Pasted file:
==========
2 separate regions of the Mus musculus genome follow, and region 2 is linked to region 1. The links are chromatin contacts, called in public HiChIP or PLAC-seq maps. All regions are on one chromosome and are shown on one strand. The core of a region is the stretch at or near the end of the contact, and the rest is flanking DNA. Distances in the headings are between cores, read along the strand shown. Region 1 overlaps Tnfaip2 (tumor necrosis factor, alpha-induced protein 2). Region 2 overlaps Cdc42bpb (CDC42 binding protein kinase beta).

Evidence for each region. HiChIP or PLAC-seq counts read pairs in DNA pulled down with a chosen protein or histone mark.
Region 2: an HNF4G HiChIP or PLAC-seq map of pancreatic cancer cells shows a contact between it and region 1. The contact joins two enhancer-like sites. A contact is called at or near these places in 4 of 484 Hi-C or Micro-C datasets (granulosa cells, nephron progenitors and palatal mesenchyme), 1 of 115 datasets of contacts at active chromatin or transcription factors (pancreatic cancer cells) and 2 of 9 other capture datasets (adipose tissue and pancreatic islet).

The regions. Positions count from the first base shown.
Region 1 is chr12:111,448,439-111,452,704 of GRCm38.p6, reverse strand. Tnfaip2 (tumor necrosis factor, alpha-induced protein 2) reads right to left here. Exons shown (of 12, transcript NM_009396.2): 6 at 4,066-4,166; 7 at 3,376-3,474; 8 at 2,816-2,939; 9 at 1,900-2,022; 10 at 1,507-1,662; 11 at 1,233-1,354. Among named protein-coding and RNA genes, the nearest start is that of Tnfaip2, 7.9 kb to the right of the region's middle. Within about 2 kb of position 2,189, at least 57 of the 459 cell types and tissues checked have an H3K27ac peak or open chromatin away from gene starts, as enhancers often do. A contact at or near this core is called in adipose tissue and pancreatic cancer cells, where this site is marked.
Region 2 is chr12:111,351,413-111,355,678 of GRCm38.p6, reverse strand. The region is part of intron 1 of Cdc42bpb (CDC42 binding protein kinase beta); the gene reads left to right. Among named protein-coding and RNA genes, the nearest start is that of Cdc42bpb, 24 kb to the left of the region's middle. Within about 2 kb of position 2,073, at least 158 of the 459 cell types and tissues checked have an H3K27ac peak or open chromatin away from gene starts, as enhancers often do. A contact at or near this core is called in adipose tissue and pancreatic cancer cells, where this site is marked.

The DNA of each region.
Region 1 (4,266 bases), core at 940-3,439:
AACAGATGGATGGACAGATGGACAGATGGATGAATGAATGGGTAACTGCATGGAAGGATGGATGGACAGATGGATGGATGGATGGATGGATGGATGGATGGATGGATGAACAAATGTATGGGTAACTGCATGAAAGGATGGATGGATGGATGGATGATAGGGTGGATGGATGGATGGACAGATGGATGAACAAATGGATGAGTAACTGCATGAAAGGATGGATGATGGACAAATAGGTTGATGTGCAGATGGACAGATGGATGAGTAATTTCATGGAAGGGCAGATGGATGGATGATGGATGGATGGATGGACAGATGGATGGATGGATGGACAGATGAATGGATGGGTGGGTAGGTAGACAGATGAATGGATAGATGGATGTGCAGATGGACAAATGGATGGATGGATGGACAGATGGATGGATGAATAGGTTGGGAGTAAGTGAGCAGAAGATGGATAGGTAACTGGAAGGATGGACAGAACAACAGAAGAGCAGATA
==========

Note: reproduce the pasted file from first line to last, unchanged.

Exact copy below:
2 separate regions of the Mus musculus genome follow, and region 2 is linked to region 1. The links are chromatin contacts, called in public HiChIP or PLAC-seq maps. All regions are on one chromosome and are shown on one strand. The core of a region is the stretch at or near the end of the contact, and the rest is flanking DNA. Distances in the headings are between cores, read along the strand shown. Region 1 overlaps Tnfaip2 (tumor necrosis factor, alpha-induced protein 2). Region 2 overlaps Cdc42bpb (CDC42 binding protein kinase beta).

Evidence for each region. HiChIP or PLAC-seq counts read pairs in DNA pulled down with a chosen protein or histone mark.
Region 2: an HNF4G HiChIP or PLAC-seq map of pancreatic cancer cells shows a contact between it and region 1. The contact joins two enhancer-like sites. A contact is called at or near these places in 4 of 484 Hi-C or Micro-C datasets (granulosa cells, nephron progenitors and palatal mesenchyme), 1 of 115 datasets of contacts at active chromatin or transcription factors (pancreatic cancer cells) and 2 of 9 other capture datasets (adipose tissue and pancreatic islet).

The regions. Positions count from the first base shown.
Region 1 is chr12:111,448,439-111,452,704 of GRCm38.p6, reverse strand. Tnfaip2 (tumor necrosis factor, alpha-induced protein 2) reads right to left here. Exons shown (of 12, transcript NM_009396.2): 6 at 4,066-4,166; 7 at 3,376-3,474; 8 at 2,816-2,939; 9 at 1,900-2,022; 10 at 1,507-1,662; 11 at 1,233-1,354. Among named protein-coding and RNA genes, the nearest start is that of Tnfaip2, 7.9 kb to the right of the region's middle. Within about 2 kb of position 2,189, at least 57 of the 459 cell types and tissues checked have an H3K27ac peak or open chromatin away from gene starts, as enhancers often do. A contact at or near this core is called in adipose tissue and pancreatic cancer cells, where this site is marked.
Region 2 is chr12:111,351,413-111,355,678 of GRCm38.p6, reverse strand. The region is part of intron 1 of Cdc42bpb (CDC42 binding protein kinase beta); the gene reads left to right. Among named protein-coding and RNA genes, the nearest start is that of Cdc42bpb, 24 kb to the left of the region's middle. Within about 2 kb of position 2,073, at least 158 of the 459 cell types and tissues checked have an H3K27ac peak or open chromatin away from gene starts, as enhancers often do. A contact at or near this core is called in adipose tissue and pancreatic cancer cells, where this site is marked.

The DNA of each region.
Region 1 (4,266 bases), core at 940-3,439:
AACAGATGGATGGACAGATGGACAGATGGATGAATGAATGGGTAACTGCATGGAAGGATGGATGGACAGATGGATGGATGGATGGATGGATGGATGGATGGATGGATGAACAAATGTATGGGTAACTGCATGAAAGGATGGATGGATGGATGGATGATAGGGTGGATGGATGGATGGACAGATGGATGAACAAATGGATGAGTAACTGCATGAAAGGATGGATGATGGACAAATAGGTTGATGTGCAGATGGACAGATGGATGAGTAATTTCATGGAAGGGCAGATGGATGGATGATGGATGGATGGATGGACAGATGGATGGATGGATGGACAGATGAATGGATGGGTGGGTAGGTAGACAGATGAATGGATAGATGGATGTGCAGATGGACAAATGGATGGATGGATGGACAGATGGATGGATGAATAGGTTGGGAGTAAGTGAGCAGAAGATGGATAGGTAACTGGAAGGATGGACAGAACAACAGAAGAGCAGATA